Love in a Cold Climate – Aesthetics and Irregular Verbs
Lecture by Sutapa Biswas
Sutapa Biswas is an artist and curator based in London. She was an undergraduate of Leeds University studying Fine Art and Art History, with a History and Philosophy of Science option (1981-85). Thereafter she was a postgraduate student at Slade School of Fine Art, UCL (1988-90), and also at the Royal College of Art, London (1996–98). Venues where Biswas’s artworks have been exhibited include: Tate Britain, Tate Modern, UK; Whitechapel Gallery, UK; Melbourne International Arts Festival 2006, Australia; Art Gallery of Ontario, Toronto, Canada; 6th Havana Biennial, Cuba; Expo Arte, Mexico; Lalit Kala Akademi / Gallery Espace, India; Nara Roesler Gallery, Sao Paulo, Brazil; Locus Plus (Newcastle Upon Tyne) in collaboration with Plug In Gallery, Winnipeg, Canada; SF Camerawork, San Francisco, USA; Ludwig Museum of Contemporary Art, Budapest; Whitechapel Art Gallery, UK; Yale University Art Gallery, USA; Harewood House, UK; City Art Gallery, Leeds, UK; Angel Row Gallery, Nottingham, UK; Douglas Cooley Art Gallery and PICA, Portland Oregon, USA; Neuberger Museum, New York, USA. She is a Member of the Board of Directors for Film and Video Umbrella (London, UK). Biswas’ artworks are held in many public and private collections internationally, including: TATE Collections; Sheffield Museums and Art Galleries (acquisitioned with the Contemporary Art Society, UK); Cartwright Hall, Bradford Museums; Leicester City Museums; APT New York; Reed University, USA. A monograph of her artworks published by InIVA (2004), London includes essay by Laura Mulvey, Griselda Pollock and Guy Brett.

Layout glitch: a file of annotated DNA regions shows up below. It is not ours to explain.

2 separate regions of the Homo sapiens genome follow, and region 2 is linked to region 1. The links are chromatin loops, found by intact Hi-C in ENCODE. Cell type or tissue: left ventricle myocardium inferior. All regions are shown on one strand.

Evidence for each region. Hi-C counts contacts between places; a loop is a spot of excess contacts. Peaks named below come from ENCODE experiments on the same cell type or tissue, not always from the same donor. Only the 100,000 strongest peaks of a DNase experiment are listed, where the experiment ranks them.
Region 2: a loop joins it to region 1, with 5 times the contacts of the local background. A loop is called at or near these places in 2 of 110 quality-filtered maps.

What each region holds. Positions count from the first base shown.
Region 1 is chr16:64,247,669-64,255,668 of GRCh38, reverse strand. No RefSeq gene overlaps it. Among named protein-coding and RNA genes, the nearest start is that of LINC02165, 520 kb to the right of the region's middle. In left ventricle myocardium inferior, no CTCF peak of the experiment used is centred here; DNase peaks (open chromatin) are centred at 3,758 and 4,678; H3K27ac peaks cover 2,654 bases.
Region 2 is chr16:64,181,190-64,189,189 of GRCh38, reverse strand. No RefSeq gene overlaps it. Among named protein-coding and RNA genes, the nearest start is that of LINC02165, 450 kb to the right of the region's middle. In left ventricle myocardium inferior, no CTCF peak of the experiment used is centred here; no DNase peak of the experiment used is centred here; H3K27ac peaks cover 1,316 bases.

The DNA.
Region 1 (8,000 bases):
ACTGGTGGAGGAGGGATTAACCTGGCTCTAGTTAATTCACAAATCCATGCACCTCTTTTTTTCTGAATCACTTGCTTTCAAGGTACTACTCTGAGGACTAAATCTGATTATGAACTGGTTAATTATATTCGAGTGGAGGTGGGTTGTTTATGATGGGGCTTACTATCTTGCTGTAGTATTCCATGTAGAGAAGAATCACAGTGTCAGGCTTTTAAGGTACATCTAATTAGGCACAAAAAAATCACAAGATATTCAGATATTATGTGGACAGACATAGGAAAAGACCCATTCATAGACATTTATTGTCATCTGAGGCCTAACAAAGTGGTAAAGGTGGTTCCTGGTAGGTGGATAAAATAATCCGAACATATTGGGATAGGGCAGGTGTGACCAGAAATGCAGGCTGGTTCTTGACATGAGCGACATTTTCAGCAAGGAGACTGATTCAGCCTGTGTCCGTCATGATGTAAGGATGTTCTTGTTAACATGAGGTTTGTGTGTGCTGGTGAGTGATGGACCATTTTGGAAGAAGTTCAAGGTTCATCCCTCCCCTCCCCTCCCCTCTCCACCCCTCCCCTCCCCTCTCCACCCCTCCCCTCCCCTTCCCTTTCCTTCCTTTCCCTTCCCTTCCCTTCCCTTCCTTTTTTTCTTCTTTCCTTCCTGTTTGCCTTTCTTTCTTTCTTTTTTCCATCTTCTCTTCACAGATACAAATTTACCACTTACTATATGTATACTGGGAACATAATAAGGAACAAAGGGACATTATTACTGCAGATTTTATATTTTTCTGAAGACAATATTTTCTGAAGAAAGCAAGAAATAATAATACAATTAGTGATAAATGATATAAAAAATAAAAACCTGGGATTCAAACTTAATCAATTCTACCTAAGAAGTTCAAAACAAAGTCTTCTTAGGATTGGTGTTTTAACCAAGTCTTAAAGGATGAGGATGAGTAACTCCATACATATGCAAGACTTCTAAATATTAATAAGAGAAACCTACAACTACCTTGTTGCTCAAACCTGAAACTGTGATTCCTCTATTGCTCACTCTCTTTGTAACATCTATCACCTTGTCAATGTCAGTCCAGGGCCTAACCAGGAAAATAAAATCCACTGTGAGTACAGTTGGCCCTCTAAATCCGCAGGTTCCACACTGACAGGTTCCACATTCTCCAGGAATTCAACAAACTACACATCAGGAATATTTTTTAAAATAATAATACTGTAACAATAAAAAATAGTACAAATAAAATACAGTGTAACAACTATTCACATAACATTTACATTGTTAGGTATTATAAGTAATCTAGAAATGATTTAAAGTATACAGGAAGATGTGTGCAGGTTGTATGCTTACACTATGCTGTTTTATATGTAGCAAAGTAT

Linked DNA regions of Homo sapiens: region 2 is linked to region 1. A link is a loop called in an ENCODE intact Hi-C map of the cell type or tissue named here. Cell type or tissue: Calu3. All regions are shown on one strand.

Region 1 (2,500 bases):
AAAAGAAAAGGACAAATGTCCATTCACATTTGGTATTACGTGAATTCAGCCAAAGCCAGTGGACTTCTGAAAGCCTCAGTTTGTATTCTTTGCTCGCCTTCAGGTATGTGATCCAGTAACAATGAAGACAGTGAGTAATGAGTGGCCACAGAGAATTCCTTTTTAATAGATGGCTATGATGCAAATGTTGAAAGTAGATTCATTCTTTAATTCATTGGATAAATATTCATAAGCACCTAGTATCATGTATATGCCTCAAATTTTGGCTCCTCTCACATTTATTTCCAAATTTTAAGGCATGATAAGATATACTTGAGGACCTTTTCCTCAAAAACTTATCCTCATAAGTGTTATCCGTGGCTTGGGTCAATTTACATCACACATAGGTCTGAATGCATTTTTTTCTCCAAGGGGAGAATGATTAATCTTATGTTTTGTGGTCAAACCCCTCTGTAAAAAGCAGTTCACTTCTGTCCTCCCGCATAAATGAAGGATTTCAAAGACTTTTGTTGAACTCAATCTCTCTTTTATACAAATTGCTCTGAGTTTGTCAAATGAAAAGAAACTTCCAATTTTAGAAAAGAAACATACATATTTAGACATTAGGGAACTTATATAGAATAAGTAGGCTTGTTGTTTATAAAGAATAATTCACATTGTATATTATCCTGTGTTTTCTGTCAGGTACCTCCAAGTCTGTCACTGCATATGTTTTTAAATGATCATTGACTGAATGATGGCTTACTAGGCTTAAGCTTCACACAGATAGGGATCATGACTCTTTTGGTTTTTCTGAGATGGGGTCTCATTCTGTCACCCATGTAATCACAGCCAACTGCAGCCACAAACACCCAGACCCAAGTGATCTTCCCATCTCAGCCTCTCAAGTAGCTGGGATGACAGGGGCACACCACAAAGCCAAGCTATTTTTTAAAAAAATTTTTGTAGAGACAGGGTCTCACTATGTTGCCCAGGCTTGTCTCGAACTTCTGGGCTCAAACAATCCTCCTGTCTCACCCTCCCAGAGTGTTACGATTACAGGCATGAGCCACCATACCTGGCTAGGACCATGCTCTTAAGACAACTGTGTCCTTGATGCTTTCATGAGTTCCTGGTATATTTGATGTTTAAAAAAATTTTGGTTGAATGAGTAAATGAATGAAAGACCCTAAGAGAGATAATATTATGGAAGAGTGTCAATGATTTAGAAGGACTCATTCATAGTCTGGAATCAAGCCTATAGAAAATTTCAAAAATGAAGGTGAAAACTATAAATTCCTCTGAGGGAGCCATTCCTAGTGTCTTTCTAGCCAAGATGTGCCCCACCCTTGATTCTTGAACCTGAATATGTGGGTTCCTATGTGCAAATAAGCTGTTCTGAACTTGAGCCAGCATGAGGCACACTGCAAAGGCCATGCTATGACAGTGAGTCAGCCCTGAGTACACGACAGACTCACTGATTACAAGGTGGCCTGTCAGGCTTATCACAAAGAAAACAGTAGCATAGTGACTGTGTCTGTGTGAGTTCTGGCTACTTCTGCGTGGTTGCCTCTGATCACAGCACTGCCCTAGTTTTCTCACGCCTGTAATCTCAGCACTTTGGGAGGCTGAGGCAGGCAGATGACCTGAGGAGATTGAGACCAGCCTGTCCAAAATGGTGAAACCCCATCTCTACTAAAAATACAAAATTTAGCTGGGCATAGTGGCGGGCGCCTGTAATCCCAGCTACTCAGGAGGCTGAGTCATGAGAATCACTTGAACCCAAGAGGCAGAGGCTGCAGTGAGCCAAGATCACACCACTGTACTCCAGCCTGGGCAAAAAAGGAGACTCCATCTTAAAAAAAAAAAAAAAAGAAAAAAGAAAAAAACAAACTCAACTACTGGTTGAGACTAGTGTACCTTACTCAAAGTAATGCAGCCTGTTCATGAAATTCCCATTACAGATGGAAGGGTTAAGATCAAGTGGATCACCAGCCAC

Sutapa Biswas was central to the influential Black Arts Movement of the 1980s in the UK, when her artworks first came to prominence during the seminal and historic exhibition hosted at the ICA, London, titled, “Thin Black Line”. She is a respected leading authority on questions of subjectivity and feminisms in relation to race, gender and class within the practice of fine art and in relation to critical and historical theories of art, and in particular pertaining to questions of modernism, colonial histories (especially British) and postcolonial theories. Biswas works in a range of media including drawing, film, performance and photography. Her artworks are both conceptually and formally driven, and explore questions of temporality. They often possess a stark but poetic resonance that broadly investigates the relationship between art, history, power and politics. Biswas’s lecture will address the context of ‘making’ art and aesthetics in relation to histories of art, colonialism and power.
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